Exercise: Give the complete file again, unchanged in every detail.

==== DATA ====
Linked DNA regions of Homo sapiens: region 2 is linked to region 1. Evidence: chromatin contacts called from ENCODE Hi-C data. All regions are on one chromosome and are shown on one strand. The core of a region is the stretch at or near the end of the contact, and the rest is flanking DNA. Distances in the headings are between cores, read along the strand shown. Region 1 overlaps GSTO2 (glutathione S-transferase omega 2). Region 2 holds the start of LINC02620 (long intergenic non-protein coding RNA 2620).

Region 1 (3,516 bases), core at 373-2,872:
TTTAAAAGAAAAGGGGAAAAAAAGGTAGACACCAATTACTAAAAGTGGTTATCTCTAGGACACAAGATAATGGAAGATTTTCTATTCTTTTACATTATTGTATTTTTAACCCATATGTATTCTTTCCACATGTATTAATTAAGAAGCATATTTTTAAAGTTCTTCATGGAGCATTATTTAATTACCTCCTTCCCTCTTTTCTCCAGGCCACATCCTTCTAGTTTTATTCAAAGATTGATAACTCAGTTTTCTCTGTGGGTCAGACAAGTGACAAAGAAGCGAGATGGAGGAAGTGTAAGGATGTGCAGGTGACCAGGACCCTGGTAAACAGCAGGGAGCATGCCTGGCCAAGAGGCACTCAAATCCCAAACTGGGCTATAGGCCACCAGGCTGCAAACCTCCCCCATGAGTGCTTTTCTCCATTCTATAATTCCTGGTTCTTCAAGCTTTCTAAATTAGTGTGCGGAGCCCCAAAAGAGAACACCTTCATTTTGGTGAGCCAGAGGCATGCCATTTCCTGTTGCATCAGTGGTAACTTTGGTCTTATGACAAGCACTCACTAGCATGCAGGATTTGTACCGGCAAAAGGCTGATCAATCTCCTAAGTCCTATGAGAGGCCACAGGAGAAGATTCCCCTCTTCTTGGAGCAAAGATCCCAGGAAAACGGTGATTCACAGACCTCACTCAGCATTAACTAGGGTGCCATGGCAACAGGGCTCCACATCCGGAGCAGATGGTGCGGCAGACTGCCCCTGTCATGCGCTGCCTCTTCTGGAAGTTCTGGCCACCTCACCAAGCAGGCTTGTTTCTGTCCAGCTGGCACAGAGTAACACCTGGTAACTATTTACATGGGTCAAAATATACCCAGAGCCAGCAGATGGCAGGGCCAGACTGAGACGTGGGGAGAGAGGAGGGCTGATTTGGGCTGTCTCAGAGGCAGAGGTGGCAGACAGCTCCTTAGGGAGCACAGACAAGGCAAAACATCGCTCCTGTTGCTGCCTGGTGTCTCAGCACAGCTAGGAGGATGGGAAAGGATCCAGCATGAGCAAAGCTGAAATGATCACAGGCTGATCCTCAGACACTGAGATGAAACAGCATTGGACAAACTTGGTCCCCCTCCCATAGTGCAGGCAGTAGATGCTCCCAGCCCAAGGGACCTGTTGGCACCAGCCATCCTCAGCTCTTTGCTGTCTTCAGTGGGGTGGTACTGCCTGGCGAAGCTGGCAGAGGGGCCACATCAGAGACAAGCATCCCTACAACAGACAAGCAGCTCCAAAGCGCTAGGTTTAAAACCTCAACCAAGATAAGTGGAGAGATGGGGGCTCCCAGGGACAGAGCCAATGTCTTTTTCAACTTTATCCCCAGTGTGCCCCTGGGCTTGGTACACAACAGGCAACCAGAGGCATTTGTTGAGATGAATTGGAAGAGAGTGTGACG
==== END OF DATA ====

Linked DNA regions of Homo sapiens: region 2 is linked to region 1. Evidence: chromatin contacts called from ENCODE Hi-C data. All regions are on one chromosome and are shown on one strand. The core of a region is the stretch at or near the end of the contact, and the rest is flanking DNA. Distances in the headings are between cores, read along the strand shown. Region 1 overlaps GSTO2 (glutathione S-transferase omega 2). Region 2 holds the start of LINC02620 (long intergenic non-protein coding RNA 2620).

Region 1 (3,516 bases), core at 373-2,872:
TTTAAAAGAAAAGGGGAAAAAAAGGTAGACACCAATTACTAAAAGTGGTTATCTCTAGGACACAAGATAATGGAAGATTTTCTATTCTTTTACATTATTGTATTTTTAACCCATATGTATTCTTTCCACATGTATTAATTAAGAAGCATATTTTTAAAGTTCTTCATGGAGCATTATTTAATTACCTCCTTCCCTCTTTTCTCCAGGCCACATCCTTCTAGTTTTATTCAAAGATTGATAACTCAGTTTTCTCTGTGGGTCAGACAAGTGACAAAGAAGCGAGATGGAGGAAGTGTAAGGATGTGCAGGTGACCAGGACCCTGGTAAACAGCAGGGAGCATGCCTGGCCAAGAGGCACTCAAATCCCAAACTGGGCTATAGGCCACCAGGCTGCAAACCTCCCCCATGAGTGCTTTTCTCCATTCTATAATTCCTGGTTCTTCAAGCTTTCTAAATTAGTGTGCGGAGCCCCAAAAGAGAACACCTTCATTTTGGTGAGCCAGAGGCATGCCATTTCCTGTTGCATCAGTGGTAACTTTGGTCTTATGACAAGCACTCACTAGCATGCAGGATTTGTACCGGCAAAAGGCTGATCAATCTCCTAAGTCCTATGAGAGGCCACAGGAGAAGATTCCCCTCTTCTTGGAGCAAAGATCCCAGGAAAACGGTGATTCACAGACCTCACTCAGCATTAACTAGGGTGCCATGGCAACAGGGCTCCACATCCGGAGCAGATGGTGCGGCAGACTGCCCCTGTCATGCGCTGCCTCTTCTGGAAGTTCTGGCCACCTCACCAAGCAGGCTTGTTTCTGTCCAGCTGGCACAGAGTAACACCTGGTAACTATTTACATGGGTCAAAATATACCCAGAGCCAGCAGATGGCAGGGCCAGACTGAGACGTGGGGAGAGAGGAGGGCTGATTTGGGCTGTCTCAGAGGCAGAGGTGGCAGACAGCTCCTTAGGGAGCACAGACAAGGCAAAACATCGCTCCTGTTGCTGCCTGGTGTCTCAGCACAGCTAGGAGGATGGGAAAGGATCCAGCATGAGCAAAGCTGAAATGATCACAGGCTGATCCTCAGACACTGAGATGAAACAGCATTGGACAAACTTGGTCCCCCTCCCATAGTGCAGGCAGTAGATGCTCCCAGCCCAAGGGACCTGTTGGCACCAGCCATCCTCAGCTCTTTGCTGTCTTCAGTGGGGTGGTACTGCCTGGCGAAGCTGGCAGAGGGGCCACATCAGAGACAAGCATCCCTACAACAGACAAGCAGCTCCAAAGCGCTAGGTTTAAAACCTCAACCAAGATAAGTGGAGAGATGGGGGCTCCCAGGGACAGAGCCAATGTCTTTTTCAACTTTATCCCCAGTGTGCCCCTGGGCTTGGTACACAACAGGCAACCAGAGGCATTTGTTGAGATGAATTGGAAGAGAGTGTGACG